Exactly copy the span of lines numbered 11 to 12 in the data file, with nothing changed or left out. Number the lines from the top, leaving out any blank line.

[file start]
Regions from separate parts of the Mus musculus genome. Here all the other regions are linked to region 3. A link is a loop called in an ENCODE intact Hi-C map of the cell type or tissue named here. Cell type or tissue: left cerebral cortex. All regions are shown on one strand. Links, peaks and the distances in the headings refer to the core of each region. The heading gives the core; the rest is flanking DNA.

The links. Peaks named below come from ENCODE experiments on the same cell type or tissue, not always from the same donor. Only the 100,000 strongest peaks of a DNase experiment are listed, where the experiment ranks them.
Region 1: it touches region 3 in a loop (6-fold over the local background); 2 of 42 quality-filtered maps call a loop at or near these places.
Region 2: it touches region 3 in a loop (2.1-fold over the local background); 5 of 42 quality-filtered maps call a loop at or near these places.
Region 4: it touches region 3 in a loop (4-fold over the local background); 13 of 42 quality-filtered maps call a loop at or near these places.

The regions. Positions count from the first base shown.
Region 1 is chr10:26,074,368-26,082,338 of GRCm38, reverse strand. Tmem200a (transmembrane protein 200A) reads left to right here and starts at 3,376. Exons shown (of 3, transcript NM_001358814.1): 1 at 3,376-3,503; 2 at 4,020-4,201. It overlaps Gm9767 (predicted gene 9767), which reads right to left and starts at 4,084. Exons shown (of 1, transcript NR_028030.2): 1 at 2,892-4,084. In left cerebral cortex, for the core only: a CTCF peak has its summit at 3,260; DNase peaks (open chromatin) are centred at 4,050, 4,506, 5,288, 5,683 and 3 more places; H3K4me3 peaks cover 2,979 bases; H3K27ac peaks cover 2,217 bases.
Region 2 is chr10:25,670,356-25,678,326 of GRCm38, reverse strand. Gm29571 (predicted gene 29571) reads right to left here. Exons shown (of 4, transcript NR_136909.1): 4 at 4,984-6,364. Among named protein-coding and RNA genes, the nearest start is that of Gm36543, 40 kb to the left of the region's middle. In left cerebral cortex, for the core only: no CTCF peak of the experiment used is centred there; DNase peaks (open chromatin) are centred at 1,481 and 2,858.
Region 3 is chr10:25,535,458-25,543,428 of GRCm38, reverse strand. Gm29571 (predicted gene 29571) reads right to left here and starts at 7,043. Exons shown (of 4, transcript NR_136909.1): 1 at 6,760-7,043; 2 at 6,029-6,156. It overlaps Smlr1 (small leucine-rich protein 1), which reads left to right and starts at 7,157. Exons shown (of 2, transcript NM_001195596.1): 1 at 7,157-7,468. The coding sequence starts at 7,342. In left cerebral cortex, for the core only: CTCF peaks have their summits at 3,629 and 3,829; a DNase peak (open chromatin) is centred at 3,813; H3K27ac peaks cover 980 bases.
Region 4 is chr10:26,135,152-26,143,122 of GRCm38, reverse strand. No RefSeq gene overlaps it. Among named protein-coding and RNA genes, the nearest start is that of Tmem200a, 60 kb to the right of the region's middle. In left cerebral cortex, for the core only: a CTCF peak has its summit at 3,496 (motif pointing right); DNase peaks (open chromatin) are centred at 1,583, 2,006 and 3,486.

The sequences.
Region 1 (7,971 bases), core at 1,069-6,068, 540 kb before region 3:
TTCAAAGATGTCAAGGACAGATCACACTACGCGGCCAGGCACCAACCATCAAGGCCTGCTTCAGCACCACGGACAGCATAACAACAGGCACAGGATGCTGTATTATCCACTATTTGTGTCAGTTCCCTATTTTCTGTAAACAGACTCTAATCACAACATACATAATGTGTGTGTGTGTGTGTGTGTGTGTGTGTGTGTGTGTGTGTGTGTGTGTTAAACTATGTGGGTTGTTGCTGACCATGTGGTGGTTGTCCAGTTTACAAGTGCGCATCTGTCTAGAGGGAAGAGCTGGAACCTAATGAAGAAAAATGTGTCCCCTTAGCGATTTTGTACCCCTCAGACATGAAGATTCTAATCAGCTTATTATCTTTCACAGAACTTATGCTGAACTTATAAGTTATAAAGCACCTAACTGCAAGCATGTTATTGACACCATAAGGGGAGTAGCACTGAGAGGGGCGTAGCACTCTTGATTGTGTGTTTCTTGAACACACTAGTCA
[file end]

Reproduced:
The sequences.
Region 1 (7,971 bases), core at 1,069-6,068, 540 kb before region 3: